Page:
Six 'brothels' raided in Wolverhampton as police target illegal sex trade
Six suspected brothels have been raided by police investigating prostitution in Wolverhampton.
West Midlands Police has carried out a series of operations since the summer in response to concerns from the community about the city's illegal sex trade.
As part of this, three suspected brothels were raided within half a mile of each other in Pennfields and three were swooped on in the Whitmore Reans area of the city.
The raids have not led to any arrests, but 16 women believed to have been used as sex workers have been safeguarded.
They were found during the raids in Bruford Road, Owen Road and at two addresses in Jeffcock Road - all in Pennfields - and in Prosser Street, Park Village and Leicester Street in Whitmore Reans.
Meanwhile the force said officers have also been on regular patrols to combat kerb crawling and prostitution across Whitmore Reans and All Saints.
Fourteen women found loitering were referred to the Changing Lives project, while three men were referred to an education course and another was 'dealt with' for outraging public decency.
The Changing Lives Project aims to support those who are caught loitering by diverting them away from the trade - but anyone who ignores the help and repeatedly works the streets faces being taken to court.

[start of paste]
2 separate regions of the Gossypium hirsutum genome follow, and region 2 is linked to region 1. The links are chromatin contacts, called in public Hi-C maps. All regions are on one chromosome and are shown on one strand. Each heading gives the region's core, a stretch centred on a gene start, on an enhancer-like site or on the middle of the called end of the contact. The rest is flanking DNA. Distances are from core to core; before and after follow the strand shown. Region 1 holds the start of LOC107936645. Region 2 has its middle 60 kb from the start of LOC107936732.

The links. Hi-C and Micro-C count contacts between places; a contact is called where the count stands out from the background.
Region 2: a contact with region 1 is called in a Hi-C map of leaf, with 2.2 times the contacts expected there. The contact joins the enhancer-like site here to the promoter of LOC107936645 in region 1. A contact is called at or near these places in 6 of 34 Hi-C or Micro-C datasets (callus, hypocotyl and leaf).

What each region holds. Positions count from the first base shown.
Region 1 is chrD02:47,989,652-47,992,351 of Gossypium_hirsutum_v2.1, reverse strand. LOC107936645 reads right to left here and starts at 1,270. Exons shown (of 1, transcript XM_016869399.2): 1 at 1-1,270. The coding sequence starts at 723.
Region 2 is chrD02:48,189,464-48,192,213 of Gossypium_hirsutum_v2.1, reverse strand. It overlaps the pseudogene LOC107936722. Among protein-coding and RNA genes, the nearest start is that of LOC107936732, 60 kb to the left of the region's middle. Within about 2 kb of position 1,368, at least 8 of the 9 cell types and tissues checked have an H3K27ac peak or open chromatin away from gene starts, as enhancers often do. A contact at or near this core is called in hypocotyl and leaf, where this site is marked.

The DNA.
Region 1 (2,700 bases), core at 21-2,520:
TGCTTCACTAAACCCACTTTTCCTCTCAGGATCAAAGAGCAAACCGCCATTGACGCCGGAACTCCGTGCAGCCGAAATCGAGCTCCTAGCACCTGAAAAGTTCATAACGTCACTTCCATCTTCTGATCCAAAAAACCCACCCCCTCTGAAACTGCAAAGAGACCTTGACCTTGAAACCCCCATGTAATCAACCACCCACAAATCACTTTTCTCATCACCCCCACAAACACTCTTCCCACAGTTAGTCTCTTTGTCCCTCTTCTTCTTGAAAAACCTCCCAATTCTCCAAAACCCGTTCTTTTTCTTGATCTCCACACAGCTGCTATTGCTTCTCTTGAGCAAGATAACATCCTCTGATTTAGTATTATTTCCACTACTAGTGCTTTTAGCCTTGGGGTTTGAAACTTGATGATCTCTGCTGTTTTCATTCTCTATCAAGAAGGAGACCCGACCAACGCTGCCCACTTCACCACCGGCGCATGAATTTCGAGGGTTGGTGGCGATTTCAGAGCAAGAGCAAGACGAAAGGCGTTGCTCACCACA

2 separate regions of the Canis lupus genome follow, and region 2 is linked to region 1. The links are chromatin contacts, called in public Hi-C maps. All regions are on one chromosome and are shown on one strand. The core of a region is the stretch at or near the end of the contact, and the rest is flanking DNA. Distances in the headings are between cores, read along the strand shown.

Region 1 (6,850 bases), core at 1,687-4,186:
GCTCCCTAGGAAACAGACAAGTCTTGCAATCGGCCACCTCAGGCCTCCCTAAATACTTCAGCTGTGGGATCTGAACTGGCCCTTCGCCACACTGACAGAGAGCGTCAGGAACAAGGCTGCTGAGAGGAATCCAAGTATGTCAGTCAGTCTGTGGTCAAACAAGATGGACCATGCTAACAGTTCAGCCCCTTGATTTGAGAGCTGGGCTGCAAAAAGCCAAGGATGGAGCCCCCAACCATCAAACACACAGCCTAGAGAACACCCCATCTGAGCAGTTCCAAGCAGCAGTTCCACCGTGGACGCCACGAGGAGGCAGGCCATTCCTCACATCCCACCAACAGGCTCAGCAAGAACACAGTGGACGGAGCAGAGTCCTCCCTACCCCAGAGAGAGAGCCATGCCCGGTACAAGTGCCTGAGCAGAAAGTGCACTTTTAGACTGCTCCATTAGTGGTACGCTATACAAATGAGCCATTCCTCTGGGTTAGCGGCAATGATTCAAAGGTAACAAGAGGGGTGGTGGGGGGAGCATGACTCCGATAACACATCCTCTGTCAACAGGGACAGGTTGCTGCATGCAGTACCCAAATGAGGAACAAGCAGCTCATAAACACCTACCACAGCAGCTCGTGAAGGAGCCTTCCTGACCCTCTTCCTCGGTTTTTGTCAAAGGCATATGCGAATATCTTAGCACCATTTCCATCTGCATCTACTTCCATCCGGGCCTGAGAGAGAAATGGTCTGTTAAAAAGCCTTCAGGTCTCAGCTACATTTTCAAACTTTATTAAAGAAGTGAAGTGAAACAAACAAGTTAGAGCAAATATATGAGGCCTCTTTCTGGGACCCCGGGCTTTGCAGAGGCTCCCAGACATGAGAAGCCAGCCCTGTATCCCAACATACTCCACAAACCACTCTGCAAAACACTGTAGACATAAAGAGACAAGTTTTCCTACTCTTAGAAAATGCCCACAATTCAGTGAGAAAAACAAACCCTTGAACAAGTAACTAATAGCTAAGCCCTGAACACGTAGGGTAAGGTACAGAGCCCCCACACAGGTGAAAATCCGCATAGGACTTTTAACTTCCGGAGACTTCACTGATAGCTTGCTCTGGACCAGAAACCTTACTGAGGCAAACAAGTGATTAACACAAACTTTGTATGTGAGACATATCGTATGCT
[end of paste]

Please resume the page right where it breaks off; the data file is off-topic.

It provides sexual health checks and education, as well as offering assistance with accommodation, substance abuse, clean clothes and toiletries.
Meanwhile the education course costs £300 and sees some of the cash invested into improving neighbourhoods affected by prostitution
Inspector Tracey Packham, from Wolverhampton Police, said: "We know the impact that prostitution, both overtly on the streets and within brothels, has on our communities.
"We have listened to these concerns and taken action through a series of operations to tackle the illegal sex trade.
"Brothels can be linked to other wider organised crime and investigations and these form part of wider investigations.
"Sex workers are risking their own health and welfare; we work with our partners to steer them away from such behaviour but we won’t hesitate to pursue further action if they ignore the support.
"Similarly with kerb crawlers we can pursue court action or refer them to an education course which has seen 98 per cent success rate - with only a small minority re-offending - and generates funding for improving neighbourhoods."
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